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BY WEI CHEN, Q. JANE WANG, AND ZDENĚK P. BAŽANT
LEON MORRIS KEER, Walter P. Murphy Professor Emeritus of Civil and Environmental Engineering and Mechanical Engineering at Northwestern University and a leader and prolific researcher on contact and ...
LEON MORRIS KEER, Walter P. Murphy Professor Emeritus of Civil and Environmental Engineering and Mechanical Engineering at Northwestern University and a leader and prolific researcher on contact and fracture mechanics and tribology, died January 12, 2021, at the age of 86.
Born September 13, 1934, in Los Angeles to William and Sophie Keer, Jewish Ukrainian immigrants, he grew up and attended school in the Beverly/Fairfax area. As a young man he developed a sense of curiosity and wonder about the world that would serve him well for the rest of his life. He had an analytical mind and enjoyed debate as well as tennis and graduated from Fairfax High as the class valedictorian. He enrolled at the California Institute of Technology and received his BS degree in 1956 and his MS degree in 1958, both in mechanical engineering.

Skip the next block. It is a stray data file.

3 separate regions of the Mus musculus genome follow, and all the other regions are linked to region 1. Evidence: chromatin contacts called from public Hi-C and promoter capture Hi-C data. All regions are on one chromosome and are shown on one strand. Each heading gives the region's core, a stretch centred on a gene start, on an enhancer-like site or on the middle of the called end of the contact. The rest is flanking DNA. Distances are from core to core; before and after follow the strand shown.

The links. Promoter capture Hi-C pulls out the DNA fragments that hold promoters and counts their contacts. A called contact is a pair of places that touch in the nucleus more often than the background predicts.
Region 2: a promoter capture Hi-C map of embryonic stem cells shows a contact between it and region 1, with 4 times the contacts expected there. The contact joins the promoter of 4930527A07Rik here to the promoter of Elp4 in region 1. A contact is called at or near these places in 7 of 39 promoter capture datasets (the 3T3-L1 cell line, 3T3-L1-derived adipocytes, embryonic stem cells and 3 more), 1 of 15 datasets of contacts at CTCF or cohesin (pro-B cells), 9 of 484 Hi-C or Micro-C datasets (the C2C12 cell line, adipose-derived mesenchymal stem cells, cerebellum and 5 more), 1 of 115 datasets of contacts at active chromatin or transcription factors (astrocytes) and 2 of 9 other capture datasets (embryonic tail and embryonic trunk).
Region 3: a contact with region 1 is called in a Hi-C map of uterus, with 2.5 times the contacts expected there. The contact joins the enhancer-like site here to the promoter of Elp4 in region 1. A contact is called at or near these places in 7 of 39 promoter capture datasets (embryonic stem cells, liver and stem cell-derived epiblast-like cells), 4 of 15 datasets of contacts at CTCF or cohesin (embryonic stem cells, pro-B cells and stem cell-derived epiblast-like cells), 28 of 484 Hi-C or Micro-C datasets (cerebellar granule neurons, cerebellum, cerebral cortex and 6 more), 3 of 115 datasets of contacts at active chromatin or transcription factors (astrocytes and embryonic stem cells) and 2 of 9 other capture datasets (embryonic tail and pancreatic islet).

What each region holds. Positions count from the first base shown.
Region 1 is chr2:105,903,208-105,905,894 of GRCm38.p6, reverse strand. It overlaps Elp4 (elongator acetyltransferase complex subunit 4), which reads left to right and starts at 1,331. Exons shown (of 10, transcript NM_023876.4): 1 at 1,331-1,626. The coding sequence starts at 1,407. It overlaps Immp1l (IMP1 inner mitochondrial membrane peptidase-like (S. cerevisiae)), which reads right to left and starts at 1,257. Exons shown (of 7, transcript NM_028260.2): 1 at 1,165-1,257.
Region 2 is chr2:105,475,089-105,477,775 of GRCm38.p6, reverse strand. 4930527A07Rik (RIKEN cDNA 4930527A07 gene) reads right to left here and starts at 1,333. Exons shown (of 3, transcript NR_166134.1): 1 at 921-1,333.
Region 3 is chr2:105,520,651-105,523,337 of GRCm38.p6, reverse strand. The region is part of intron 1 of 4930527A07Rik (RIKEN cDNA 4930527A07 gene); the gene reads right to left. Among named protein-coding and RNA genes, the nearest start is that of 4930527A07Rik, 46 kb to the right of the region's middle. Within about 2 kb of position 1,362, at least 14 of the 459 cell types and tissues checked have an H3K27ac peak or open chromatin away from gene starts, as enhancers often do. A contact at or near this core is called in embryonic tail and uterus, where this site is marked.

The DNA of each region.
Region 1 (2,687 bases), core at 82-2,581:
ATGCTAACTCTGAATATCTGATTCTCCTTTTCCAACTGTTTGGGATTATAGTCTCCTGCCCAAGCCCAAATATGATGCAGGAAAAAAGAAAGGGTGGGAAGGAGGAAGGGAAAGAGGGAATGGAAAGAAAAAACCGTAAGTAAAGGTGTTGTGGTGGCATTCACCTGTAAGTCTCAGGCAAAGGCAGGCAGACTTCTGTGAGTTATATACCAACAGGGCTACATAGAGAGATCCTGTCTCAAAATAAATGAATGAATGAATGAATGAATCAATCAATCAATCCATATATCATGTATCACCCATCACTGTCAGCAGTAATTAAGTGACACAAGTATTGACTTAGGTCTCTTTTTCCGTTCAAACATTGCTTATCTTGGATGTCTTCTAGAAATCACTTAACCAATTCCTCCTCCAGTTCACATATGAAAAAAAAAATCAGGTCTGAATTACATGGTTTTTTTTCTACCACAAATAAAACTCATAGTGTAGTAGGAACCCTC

In 1956 he married the love of his life, Barbara Davis, and they started a family the next year. Their love for each other and their growing family kept him grounded as he advanced professionally.
Leon initially worked as a member of the technical staff at Hughes Aircraft Company (1956–59) but, feeling the pull of academia, left to pursue his doctorate at the University of Minnesota. He studied with Lawrence E. Goodman and received his PhD in aeronautics and engineering mechanics in 1962.
As a graduate student, he read Theoretical Elasticity by Alfred E. Green and Wolfgang Zerna. He did not fully understand it, but thought he might if he studied with Professor Green. His curiosity led him to a very productive period (1962–63) as a NATO Postdoctoral Fellow at the University of Newcastle upon Tyne, in England, where he worked closely with Green on elasticity.
Back stateside, Leon spent a year as a preceptor at Columbia University and then joined the Northwestern University faculty in 1964 as an assistant professor in civil engineering. He remained there for more than 55 years. He was promoted to associate professor in 1966, professor in 1970, and named Walter P. Murphy Professor of Civil Engineering in 1994. He served as associate dean for research and graduate studies (1985–92), during which time the school’s graduate ranking improved to 13th in the nation. He also chaired the Department of Civil Engineering (1992–97) and was director of the university’s Center for Surface Engineering and Tribology (CSET) beginning in 1998. He served twice as chair of the Northwestern University Chapter of Sigma Xi (1976–77, 1987–88).